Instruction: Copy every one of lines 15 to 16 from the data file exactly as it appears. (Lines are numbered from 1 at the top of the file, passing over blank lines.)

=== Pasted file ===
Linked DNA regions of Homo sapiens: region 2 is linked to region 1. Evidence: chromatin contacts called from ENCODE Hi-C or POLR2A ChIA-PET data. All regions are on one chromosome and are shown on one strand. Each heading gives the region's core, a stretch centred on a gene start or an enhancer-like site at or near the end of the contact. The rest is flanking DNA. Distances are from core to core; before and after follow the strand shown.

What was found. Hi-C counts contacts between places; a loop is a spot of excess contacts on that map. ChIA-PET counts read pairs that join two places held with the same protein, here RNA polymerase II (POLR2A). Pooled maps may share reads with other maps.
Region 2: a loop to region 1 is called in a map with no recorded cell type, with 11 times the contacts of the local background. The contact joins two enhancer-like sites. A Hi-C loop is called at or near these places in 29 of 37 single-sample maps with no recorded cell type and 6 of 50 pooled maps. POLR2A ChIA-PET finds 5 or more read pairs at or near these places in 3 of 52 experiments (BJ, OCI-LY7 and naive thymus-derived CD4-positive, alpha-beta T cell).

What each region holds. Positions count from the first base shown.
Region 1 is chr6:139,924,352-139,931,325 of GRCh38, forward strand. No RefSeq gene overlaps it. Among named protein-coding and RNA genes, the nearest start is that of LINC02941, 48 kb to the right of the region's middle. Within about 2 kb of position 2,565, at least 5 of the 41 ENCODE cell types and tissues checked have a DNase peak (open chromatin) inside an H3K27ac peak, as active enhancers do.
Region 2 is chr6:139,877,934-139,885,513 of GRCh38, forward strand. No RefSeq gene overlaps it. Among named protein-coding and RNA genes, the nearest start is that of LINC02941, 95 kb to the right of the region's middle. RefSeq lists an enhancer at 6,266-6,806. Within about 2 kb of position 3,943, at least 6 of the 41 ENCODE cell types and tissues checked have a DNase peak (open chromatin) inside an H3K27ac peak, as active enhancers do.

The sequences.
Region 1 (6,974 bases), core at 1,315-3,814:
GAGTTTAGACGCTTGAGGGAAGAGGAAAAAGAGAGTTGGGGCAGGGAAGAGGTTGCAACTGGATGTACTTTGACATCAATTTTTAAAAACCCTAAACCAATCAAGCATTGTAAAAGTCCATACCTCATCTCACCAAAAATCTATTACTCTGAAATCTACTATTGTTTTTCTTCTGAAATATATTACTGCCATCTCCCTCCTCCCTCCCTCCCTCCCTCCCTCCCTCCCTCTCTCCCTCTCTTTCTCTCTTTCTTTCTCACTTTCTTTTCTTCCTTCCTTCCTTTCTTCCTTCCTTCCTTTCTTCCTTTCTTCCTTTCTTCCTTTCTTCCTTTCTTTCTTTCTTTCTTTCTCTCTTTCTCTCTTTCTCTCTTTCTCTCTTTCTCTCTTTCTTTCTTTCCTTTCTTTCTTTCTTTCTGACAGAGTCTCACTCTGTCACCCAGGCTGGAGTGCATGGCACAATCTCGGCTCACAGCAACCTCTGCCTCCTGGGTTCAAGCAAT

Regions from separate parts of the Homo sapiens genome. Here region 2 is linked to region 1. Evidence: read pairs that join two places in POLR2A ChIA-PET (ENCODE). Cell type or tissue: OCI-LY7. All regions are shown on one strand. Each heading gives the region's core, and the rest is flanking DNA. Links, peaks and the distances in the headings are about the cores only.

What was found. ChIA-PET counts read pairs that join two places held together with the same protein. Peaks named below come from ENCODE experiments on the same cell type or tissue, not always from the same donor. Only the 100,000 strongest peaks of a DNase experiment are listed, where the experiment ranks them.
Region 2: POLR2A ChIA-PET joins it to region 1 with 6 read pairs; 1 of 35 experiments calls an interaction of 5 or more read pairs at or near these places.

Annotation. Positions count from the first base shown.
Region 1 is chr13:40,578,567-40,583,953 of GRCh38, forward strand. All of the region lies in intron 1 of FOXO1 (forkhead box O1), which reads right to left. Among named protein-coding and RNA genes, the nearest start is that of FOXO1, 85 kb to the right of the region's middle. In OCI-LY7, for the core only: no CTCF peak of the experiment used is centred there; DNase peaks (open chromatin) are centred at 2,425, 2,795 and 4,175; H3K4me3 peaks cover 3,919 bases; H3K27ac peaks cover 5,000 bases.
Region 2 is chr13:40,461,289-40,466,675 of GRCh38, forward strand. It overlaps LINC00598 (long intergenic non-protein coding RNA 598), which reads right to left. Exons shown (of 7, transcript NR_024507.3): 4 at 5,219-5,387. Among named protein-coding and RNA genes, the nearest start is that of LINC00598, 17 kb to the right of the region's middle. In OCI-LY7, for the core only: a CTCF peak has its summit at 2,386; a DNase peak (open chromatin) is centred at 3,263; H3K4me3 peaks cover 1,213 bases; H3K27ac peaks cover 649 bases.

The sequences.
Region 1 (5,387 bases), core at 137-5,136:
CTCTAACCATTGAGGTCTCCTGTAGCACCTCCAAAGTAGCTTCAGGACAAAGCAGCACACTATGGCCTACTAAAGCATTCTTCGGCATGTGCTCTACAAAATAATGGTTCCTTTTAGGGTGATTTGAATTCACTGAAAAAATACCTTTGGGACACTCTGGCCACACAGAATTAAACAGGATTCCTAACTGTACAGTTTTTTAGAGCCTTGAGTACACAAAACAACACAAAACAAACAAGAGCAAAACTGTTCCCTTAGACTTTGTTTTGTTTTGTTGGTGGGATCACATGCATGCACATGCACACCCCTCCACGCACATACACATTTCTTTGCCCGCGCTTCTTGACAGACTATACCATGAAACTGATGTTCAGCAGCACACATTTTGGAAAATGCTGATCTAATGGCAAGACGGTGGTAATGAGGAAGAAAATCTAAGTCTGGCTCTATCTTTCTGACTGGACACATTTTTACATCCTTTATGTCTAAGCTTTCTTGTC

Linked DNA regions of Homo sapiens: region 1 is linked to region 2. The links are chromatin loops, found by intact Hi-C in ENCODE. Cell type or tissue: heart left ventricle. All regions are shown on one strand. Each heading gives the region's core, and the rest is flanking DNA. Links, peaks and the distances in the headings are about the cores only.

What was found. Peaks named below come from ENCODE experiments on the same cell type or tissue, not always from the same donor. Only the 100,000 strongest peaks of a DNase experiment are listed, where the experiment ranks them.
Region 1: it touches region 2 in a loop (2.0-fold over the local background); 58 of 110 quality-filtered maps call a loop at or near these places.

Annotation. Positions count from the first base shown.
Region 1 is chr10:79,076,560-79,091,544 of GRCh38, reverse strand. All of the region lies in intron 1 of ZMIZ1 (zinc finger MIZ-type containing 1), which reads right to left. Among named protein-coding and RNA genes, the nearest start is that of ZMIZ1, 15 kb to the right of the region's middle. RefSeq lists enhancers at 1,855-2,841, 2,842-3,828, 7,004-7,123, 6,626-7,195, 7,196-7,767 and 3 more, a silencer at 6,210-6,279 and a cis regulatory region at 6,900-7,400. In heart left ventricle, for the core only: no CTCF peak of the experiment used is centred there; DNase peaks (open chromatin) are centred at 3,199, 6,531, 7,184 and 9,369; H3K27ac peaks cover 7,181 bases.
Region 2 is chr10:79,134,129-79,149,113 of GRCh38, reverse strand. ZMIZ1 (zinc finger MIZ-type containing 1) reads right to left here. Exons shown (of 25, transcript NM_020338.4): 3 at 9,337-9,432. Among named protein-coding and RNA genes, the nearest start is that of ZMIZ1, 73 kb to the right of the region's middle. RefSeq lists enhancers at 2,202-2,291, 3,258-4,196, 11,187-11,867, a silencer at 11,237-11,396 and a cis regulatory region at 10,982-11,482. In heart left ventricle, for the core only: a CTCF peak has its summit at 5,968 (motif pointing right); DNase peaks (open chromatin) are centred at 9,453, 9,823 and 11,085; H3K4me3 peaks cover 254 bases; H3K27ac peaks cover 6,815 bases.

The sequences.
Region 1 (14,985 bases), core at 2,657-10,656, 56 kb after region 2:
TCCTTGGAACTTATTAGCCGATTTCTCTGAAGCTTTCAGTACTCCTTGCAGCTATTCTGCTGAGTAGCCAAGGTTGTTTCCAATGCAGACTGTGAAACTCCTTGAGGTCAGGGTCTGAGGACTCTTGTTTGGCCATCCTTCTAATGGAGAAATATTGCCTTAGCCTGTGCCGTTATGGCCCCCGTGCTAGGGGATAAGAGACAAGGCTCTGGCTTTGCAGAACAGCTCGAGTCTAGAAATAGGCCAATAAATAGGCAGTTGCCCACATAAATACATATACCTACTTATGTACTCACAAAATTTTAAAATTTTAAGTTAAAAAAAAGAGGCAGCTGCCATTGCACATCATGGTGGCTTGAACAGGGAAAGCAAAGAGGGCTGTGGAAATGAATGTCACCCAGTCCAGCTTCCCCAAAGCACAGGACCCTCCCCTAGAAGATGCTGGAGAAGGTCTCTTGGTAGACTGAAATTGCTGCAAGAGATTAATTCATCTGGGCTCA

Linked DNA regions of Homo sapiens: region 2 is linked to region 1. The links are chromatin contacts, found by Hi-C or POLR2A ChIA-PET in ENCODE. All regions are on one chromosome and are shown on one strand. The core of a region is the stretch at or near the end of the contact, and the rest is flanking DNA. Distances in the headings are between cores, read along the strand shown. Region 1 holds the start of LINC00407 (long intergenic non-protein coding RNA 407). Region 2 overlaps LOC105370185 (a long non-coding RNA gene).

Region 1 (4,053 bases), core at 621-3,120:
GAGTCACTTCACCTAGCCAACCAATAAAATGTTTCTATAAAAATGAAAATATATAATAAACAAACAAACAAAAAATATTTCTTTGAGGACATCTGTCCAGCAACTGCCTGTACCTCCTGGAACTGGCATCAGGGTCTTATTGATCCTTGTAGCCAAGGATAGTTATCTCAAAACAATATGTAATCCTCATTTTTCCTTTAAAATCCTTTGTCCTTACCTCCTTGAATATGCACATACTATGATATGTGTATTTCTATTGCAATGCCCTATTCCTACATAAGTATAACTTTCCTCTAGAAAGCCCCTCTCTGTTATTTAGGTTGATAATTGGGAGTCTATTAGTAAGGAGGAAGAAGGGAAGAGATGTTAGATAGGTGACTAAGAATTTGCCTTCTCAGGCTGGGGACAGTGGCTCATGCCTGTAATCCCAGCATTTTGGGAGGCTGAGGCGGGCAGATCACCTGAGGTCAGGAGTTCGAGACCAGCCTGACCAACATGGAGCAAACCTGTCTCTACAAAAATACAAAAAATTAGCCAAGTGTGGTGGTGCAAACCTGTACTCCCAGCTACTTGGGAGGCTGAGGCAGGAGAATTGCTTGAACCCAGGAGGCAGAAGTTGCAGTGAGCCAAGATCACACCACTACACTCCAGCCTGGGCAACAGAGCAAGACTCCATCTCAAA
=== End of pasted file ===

Region 2 is chr13:40,461,289-40,466,675 of GRCh38, forward strand. It overlaps LINC00598 (long intergenic non-protein coding RNA 598), which reads right to left. Exons shown (of 7, transcript NR_024507.3): 4 at 5,219-5,387. Among named protein-coding and RNA genes, the nearest start is that of LINC00598, 17 kb to the right of the region's middle. In OCI-LY7, for the core only: a CTCF peak has its summit at 2,386; a DNase peak (open chromatin) is centred at 3,263; H3K4me3 peaks cover 1,213 bases; H3K27ac peaks cover 649 bases.

The sequences.